The object of the present invention is to provide a frequency synthesiser of the above-described type which gives improved nulling accuracy, hence reducing the need for close tolerance components, and in which the effects of temperature drift are substantially eliminated.
Accordingly, the invention provides a frequency synthesiser of the phase lock loop type including a voltage controlled variable frequency oscillator (VFO), a clock pulse generator, dividing means for reducing the frequency of the VFO and/or the generator, a phase comparator which compares the relative phases of the signals produced by the VFO and generator after division. The output of the phase comparator is applied as a frequency control signal via a loop filter to the VFO. The output of the dividing means is connected to a sccessive addition rate multiplier of the type which, for each input pulse applied thereto, adds a predetermined increment Y to any accumulated value stored in an accumulator therein and gives an overflow pulse each time the capacity C (where C≧Y) of the accumulator is reached or exceeded whilst leaving any excess as a residue in the accumulator. The residue is used to derive a correction signal which modulates either an input to, or the output of, the phase comparator in such a way as the compensate for any variation in the frequency control signal that would otherwise occur due to jitter in the pulse repetition rate caused by the dividing means. The correction signal is a function of both the residue and of any ripple appearing on the frequency control signals.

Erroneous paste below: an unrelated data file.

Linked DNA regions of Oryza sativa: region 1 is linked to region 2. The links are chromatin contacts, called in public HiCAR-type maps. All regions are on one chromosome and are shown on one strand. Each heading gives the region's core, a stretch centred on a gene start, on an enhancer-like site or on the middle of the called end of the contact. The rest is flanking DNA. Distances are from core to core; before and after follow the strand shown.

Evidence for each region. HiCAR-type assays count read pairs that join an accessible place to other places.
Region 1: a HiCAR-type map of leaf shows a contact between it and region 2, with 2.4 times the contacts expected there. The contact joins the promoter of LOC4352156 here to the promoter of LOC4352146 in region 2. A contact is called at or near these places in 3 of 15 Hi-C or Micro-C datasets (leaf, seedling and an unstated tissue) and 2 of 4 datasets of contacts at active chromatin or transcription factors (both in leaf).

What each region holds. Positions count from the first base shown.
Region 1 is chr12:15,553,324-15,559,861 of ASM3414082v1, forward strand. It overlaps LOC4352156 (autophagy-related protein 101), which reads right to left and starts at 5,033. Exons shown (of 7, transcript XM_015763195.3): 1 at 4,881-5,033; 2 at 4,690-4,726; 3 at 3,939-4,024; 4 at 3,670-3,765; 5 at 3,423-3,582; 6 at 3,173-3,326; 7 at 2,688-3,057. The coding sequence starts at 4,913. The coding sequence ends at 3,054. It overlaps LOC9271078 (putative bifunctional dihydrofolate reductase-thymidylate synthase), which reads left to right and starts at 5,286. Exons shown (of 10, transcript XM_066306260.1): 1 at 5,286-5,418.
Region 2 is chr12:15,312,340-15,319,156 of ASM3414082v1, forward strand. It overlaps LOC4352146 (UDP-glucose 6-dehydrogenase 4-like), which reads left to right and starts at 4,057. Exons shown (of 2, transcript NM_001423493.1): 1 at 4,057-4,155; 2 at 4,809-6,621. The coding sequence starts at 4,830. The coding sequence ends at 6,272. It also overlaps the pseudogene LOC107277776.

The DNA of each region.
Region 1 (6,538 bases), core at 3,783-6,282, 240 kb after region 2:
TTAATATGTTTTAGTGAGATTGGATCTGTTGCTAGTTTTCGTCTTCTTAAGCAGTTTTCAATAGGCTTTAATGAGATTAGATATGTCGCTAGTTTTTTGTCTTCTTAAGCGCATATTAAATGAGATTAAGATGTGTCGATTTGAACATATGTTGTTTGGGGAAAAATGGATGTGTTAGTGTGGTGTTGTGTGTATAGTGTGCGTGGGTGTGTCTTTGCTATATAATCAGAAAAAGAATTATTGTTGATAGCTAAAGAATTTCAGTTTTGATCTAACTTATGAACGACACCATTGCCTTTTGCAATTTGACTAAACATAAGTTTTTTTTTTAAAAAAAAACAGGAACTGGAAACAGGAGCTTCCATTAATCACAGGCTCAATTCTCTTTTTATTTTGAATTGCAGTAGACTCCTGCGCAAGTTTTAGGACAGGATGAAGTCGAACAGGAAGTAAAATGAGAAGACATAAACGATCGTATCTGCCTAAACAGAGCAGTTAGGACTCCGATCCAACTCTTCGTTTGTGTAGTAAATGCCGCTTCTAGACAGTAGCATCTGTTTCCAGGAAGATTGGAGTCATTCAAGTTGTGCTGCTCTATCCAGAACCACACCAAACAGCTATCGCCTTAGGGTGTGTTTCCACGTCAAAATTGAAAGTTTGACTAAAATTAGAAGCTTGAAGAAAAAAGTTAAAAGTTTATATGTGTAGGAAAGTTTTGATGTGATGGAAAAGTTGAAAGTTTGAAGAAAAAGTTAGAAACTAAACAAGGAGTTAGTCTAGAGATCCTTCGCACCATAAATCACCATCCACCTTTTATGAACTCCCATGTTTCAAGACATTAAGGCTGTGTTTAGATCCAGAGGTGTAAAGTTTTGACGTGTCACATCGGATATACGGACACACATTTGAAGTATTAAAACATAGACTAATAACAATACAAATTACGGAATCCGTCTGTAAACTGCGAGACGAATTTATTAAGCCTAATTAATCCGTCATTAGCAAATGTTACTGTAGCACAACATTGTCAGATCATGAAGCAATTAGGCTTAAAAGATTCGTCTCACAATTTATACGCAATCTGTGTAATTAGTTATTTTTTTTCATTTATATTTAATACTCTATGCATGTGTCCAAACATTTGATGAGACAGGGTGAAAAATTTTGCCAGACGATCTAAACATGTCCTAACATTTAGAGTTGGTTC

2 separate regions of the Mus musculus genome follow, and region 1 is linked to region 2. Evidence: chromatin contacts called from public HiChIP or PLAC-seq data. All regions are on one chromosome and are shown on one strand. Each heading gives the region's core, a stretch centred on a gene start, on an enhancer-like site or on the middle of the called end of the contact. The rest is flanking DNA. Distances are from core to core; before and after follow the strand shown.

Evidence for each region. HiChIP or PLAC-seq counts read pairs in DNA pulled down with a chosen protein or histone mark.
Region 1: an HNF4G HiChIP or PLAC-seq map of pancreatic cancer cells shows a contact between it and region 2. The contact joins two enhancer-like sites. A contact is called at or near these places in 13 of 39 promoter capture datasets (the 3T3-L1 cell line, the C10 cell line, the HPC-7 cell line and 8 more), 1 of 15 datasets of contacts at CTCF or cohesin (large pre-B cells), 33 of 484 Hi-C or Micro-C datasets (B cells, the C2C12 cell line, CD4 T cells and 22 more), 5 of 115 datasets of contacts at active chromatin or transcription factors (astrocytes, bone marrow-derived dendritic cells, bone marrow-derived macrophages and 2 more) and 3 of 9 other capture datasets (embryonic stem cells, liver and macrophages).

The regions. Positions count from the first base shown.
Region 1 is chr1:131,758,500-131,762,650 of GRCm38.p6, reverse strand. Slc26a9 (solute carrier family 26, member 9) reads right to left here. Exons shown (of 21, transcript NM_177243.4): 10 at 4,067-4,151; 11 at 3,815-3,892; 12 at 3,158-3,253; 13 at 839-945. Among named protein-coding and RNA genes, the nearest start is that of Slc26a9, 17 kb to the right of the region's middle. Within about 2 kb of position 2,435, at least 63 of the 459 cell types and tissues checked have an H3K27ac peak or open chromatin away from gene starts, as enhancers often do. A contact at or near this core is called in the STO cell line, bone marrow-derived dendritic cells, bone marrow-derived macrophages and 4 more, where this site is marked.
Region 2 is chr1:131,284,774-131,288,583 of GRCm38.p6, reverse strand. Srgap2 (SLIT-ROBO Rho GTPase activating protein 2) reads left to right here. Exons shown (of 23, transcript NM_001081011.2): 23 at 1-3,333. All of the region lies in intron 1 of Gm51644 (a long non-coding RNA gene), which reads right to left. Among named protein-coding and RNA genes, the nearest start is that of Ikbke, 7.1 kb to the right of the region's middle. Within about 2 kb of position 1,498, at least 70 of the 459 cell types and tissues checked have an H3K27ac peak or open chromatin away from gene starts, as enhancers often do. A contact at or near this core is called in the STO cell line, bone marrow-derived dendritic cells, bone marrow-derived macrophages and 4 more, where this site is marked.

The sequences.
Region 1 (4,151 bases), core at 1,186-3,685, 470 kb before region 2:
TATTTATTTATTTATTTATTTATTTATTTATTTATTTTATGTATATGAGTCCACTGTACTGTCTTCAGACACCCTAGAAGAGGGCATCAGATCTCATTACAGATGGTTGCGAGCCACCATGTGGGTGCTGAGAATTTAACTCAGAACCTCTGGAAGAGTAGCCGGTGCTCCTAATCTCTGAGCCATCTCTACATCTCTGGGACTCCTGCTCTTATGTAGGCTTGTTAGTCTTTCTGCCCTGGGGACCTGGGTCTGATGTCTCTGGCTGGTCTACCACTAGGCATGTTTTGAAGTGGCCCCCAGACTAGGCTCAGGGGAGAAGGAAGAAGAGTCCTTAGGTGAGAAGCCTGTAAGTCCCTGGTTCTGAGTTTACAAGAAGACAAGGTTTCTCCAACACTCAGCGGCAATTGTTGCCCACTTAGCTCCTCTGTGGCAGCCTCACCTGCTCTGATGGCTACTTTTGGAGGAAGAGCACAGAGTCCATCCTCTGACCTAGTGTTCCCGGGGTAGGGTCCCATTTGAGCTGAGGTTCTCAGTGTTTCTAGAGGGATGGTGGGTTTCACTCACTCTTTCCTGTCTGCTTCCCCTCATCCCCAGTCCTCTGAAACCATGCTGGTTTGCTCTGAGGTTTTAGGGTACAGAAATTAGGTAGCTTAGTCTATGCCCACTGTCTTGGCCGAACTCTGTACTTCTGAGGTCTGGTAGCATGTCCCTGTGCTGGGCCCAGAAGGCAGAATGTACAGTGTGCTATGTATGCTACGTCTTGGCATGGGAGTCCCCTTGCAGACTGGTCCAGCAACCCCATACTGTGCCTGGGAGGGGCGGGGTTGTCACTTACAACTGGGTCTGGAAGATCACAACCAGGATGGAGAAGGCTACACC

In effect, a feedback loop is provided which detects any residual ripple in the frequency control signal due to any error in the level of the correction signal and automatically adjusts the correction signal to eliminate the ripple. This has the further advantage that the automatic compensation system maintains the correction signal at its correct level despite temperature drift. The frequency synthesiser according to the invention is particularly suitable for use in manpack and mobile radio system which are subject to vibration and a wide temperature range and in which a small frequency step size is required (e.g. for single sideband operation).
Preferably, the residue is converted to analogue form by a digital-to-analogue converter and the correction signal is formed by a first analogue multiplier which multiplies the output of the converter by said function of any ripple appearing on the frequency control signal. This has the practical advantage that in some cases the digital-to-analogue converter and the first multiplier can be combined in the form of a single commercially available integrated circuit, hence reducing the cost.
The function of the ripple may be derived from the output of a second multiplier which correlates any ripple component of the frequency control with the output of the digital to analogue converter. In a currently-preferred embodiment, however, the function of the ripple is derived from the output of a second multiplier which correlates any ripple component of the frequency control signal with the overflow pulse signals from the rate multiplier. The latter embodiment is preferred because the phase jumps detected are independent of the loop response.